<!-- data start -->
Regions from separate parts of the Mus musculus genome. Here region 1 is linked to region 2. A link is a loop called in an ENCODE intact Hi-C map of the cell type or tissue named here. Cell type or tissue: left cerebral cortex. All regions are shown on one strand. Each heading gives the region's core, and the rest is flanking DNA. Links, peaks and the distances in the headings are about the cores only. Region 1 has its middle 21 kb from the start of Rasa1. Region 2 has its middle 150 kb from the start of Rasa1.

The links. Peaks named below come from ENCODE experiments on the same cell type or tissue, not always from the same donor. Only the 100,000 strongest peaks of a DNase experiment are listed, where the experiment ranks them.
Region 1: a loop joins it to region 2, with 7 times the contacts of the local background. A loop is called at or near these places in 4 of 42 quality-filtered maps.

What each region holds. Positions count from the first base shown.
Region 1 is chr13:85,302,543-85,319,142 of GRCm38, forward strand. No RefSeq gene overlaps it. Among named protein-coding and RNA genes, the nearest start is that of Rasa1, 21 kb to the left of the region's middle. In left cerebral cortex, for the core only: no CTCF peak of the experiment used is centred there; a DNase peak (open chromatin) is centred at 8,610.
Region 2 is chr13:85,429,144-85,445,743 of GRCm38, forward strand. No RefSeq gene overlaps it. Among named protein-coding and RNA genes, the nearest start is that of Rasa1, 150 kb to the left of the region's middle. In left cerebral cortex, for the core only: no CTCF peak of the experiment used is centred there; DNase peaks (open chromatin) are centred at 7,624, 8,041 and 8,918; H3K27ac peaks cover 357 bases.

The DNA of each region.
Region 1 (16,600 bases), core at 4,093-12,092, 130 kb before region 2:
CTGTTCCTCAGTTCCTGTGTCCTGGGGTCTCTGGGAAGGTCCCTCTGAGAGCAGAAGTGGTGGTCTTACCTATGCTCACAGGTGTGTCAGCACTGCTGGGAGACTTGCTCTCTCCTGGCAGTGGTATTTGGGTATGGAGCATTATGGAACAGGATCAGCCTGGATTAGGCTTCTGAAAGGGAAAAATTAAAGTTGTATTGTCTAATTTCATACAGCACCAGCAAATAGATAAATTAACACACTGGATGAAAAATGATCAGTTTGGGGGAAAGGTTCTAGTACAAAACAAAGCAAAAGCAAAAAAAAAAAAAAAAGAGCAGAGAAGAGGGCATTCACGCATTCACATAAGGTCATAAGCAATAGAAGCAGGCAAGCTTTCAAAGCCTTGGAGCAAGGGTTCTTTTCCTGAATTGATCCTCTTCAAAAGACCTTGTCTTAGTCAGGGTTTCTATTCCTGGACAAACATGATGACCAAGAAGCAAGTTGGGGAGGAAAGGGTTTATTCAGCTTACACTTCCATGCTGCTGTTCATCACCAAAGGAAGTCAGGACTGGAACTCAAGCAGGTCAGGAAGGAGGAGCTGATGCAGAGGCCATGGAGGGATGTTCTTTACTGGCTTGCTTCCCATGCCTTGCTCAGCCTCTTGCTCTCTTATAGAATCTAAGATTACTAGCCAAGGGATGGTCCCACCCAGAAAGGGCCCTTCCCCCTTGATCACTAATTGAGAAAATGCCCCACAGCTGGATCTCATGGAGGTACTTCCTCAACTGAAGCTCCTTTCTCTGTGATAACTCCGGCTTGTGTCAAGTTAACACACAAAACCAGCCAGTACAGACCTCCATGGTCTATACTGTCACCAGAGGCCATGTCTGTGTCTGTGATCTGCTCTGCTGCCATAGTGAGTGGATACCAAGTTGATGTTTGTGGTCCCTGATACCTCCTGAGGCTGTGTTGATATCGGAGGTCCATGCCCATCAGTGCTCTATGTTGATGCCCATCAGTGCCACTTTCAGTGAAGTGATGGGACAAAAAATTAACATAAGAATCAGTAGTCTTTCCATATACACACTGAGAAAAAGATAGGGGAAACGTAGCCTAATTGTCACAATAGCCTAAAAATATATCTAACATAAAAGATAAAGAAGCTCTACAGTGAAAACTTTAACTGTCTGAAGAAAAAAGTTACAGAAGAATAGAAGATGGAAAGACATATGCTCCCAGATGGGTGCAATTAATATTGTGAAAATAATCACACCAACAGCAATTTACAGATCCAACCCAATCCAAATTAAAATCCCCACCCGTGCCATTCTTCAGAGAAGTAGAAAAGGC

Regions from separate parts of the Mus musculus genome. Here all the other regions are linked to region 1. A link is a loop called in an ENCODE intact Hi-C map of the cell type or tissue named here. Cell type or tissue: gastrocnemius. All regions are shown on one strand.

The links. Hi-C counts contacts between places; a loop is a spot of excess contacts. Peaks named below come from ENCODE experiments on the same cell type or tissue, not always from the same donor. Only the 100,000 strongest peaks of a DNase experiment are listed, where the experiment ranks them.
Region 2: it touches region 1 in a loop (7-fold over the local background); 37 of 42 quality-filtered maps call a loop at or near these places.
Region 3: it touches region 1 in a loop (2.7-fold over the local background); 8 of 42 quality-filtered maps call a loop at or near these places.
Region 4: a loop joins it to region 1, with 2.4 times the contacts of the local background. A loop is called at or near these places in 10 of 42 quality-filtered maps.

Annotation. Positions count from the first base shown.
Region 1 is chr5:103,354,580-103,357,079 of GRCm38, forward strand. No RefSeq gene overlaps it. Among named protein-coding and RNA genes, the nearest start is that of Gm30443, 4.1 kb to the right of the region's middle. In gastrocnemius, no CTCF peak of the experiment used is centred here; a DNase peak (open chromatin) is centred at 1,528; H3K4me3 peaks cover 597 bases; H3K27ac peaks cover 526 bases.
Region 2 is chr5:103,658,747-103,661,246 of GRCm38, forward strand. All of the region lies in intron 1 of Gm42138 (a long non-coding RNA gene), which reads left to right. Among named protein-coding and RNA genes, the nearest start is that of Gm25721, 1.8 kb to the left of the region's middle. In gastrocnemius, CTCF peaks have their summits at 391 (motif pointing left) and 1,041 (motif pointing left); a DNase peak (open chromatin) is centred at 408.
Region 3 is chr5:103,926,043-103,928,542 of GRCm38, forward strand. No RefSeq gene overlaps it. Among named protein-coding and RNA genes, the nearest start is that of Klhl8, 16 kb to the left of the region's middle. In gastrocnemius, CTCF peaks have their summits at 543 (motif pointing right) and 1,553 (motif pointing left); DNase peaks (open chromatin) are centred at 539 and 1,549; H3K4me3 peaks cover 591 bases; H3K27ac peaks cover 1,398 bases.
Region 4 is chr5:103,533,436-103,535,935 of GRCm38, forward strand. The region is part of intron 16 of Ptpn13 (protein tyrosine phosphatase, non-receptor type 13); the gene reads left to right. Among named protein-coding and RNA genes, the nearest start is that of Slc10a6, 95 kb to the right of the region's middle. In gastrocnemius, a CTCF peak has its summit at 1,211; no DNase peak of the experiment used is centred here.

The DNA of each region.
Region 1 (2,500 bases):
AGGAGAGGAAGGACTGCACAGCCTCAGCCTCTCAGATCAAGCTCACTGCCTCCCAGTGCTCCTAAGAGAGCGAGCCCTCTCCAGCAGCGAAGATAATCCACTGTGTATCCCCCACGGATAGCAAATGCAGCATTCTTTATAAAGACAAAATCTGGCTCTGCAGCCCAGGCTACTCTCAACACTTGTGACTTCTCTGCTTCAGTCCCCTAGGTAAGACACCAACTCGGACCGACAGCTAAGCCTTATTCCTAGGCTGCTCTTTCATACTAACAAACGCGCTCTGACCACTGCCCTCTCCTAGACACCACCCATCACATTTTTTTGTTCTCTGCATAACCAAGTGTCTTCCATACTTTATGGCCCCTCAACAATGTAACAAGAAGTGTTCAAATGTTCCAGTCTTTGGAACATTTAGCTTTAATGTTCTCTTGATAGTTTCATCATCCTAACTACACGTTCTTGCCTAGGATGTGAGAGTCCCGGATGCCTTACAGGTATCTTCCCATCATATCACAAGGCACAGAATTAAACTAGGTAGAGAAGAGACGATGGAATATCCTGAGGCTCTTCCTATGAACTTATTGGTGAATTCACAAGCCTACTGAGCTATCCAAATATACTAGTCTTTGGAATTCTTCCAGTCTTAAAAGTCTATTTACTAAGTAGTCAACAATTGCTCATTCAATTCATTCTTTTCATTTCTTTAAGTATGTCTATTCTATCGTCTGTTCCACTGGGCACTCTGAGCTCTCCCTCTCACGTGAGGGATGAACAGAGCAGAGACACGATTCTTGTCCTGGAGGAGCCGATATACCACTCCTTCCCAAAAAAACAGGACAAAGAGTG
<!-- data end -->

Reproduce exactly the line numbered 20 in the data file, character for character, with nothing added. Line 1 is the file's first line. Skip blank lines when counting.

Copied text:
The DNA of each region.